Add in the narrow limitations of exam repertoire and you’re closing the door to vast numbers of potential instrument and sheet music sales before they even exist. The law of probability says that the more people who start playing music from an early age, the more virtuosi will emerge from them. Invest at entry level and everyone wins.

Of course, Victorian values are not unique to ABRSM. Successive UK governments have obsessed about STEM subjects, ignoring even the CBI’s pleas for A for Arts to be added: STEAM. The current points-based immigration system only allows for STEM teachers. The emphasis on eBacc subjects excludes music from many schools. The Brexit deal the government signed shows nothing but contempt for people wishing to study or perform music. And the UK government’s employment of ABRSM, which has no curricular experience to speak of, to consult on the new model music education curriculum, was widely derided.

This repeats the historic mistakes of the British motorbike industry

Then there is the funding system. Look at the Covid rescue plans for arts and culture and the balance was skewed towards saving large, heritage establishments, while music teaching and community music suffered terribly. Few freelancers in music benefitted from the taxpayers’ largesse. Theatres, concert halls and venues had help for the buildings and their management, while the people whose performances filled them rarely did.

This, and the ABRSM faux pas, repeats the historic mistakes of the British motorbike industry. Sissy stuff, the Nortons and Triumphs and BSAs thought as their sales drowned beneath the flood of Suzukis, Hondas and Yamahas with electric starts.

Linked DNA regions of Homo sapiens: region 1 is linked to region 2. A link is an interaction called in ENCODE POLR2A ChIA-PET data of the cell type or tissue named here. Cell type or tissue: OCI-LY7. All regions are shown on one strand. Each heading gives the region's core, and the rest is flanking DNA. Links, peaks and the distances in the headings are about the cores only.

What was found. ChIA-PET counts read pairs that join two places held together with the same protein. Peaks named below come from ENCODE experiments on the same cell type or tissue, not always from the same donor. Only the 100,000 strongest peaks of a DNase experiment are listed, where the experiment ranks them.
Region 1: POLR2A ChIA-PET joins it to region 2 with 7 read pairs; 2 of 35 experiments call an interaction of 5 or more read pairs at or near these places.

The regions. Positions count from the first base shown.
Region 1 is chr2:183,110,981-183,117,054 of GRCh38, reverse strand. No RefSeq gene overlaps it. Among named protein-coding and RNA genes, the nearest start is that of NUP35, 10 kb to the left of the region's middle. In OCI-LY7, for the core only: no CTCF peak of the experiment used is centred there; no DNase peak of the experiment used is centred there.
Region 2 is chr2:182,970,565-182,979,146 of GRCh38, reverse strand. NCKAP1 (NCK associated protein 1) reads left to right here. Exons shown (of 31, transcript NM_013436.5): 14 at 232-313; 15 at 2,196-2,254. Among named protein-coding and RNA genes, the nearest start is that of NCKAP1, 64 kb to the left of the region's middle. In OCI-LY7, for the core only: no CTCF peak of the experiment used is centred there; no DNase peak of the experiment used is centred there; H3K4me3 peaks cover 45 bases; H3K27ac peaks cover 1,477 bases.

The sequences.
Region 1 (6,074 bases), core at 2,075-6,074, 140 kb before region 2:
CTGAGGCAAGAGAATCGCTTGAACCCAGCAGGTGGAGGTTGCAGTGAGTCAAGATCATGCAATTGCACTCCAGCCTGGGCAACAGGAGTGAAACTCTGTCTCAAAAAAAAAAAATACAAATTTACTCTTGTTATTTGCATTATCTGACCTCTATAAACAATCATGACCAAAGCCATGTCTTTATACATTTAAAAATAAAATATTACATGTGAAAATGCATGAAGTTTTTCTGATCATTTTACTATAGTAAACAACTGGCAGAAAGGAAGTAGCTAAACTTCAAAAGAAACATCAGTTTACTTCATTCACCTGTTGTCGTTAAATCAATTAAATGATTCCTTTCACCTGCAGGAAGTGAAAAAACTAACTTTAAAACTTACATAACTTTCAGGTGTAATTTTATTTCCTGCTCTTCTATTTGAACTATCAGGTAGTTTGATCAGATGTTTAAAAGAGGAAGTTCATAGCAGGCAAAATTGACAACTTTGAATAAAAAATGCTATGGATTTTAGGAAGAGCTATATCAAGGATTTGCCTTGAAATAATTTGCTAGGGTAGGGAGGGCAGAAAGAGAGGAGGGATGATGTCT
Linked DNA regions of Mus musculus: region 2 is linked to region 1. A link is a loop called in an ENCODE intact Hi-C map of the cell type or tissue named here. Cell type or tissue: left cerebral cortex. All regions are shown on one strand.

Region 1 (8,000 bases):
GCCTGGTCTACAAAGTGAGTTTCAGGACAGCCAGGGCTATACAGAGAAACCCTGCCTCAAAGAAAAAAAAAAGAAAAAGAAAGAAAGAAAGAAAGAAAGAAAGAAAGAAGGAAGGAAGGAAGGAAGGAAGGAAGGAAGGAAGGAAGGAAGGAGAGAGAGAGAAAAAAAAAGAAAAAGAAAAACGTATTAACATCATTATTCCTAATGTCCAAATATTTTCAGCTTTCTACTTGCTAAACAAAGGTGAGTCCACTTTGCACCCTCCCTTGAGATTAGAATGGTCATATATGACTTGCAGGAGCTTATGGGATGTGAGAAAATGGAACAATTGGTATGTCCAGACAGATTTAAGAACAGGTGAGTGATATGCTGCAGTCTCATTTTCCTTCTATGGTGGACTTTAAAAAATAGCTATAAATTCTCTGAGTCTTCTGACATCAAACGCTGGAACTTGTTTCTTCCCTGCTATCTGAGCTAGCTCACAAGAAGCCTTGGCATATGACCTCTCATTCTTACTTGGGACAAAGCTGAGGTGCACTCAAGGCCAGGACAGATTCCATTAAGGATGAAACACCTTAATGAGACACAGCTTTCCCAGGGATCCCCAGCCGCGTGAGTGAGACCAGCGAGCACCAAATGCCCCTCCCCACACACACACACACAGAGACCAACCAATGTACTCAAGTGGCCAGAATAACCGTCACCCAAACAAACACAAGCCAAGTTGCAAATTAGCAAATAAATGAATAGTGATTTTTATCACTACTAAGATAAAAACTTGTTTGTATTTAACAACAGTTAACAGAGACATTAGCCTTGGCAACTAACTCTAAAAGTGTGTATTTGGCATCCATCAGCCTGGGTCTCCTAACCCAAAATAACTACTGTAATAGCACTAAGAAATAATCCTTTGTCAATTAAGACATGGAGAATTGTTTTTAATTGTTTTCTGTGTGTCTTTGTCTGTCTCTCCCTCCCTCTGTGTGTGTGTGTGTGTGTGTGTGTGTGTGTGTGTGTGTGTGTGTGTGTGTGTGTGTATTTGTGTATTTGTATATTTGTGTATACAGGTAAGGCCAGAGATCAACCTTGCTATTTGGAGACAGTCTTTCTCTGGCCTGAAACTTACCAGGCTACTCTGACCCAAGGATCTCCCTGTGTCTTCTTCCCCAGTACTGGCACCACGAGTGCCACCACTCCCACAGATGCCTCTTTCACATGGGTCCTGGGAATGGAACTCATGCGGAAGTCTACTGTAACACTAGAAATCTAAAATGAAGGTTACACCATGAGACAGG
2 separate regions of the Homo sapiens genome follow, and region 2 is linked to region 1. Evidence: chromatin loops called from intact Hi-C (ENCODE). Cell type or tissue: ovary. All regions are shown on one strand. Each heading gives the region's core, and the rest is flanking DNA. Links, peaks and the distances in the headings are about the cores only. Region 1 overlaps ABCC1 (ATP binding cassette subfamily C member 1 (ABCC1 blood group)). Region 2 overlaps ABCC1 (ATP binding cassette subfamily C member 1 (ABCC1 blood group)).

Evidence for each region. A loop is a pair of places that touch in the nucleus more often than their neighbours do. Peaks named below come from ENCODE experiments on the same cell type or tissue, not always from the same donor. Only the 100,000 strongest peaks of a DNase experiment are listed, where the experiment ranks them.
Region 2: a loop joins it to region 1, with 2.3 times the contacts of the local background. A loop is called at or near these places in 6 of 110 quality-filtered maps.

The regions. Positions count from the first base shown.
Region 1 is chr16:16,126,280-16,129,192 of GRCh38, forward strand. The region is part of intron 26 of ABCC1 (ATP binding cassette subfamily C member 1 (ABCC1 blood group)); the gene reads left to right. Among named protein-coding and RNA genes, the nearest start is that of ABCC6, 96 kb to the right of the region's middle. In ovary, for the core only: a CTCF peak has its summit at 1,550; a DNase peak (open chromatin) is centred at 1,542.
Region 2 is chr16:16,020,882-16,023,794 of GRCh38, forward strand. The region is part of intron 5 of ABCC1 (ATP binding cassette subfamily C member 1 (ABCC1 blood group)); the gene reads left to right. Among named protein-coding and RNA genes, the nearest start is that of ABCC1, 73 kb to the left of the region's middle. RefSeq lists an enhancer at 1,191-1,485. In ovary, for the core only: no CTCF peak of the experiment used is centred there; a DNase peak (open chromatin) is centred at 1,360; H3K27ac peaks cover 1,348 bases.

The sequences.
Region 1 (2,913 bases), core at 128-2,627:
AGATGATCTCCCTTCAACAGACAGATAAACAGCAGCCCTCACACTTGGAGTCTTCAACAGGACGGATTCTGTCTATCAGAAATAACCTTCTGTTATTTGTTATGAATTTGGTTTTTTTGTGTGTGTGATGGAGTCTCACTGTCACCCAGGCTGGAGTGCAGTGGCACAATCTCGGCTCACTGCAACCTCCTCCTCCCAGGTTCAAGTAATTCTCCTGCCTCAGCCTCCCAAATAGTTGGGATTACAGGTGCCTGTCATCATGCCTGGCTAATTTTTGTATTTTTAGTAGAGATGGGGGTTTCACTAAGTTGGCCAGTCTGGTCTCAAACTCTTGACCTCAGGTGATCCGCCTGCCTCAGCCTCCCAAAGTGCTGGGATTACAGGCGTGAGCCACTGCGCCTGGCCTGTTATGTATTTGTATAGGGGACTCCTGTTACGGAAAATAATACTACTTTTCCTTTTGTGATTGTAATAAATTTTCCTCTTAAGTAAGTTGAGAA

The days of monopoly and elitism are over

The Japanese made starting a bike easier. The new Ofqual-recognised music exam boards, including Trinity College, Rockschool, Music Teachers’ Board and London College of Music (all with headquarters in the UK) and the International Performing and Visual Arts Examination Board in Singapore, a partner of Online Music Exams, make learning music more accessible, less stressful, easier to measure without anxiety: more fun.

Certainly, the standards set by ABRSM are ‘world-beating’ to quote a certain blonde, but the days of monopoly and elitism are over. The organisation’s sales are slipping in the UK and Europe in the face of competition. China has taken away its operating licence across everywhere but Shanghai. Failure to recognise that change has come and ABRSM risks becoming as anachronistic as the empire that spawned it.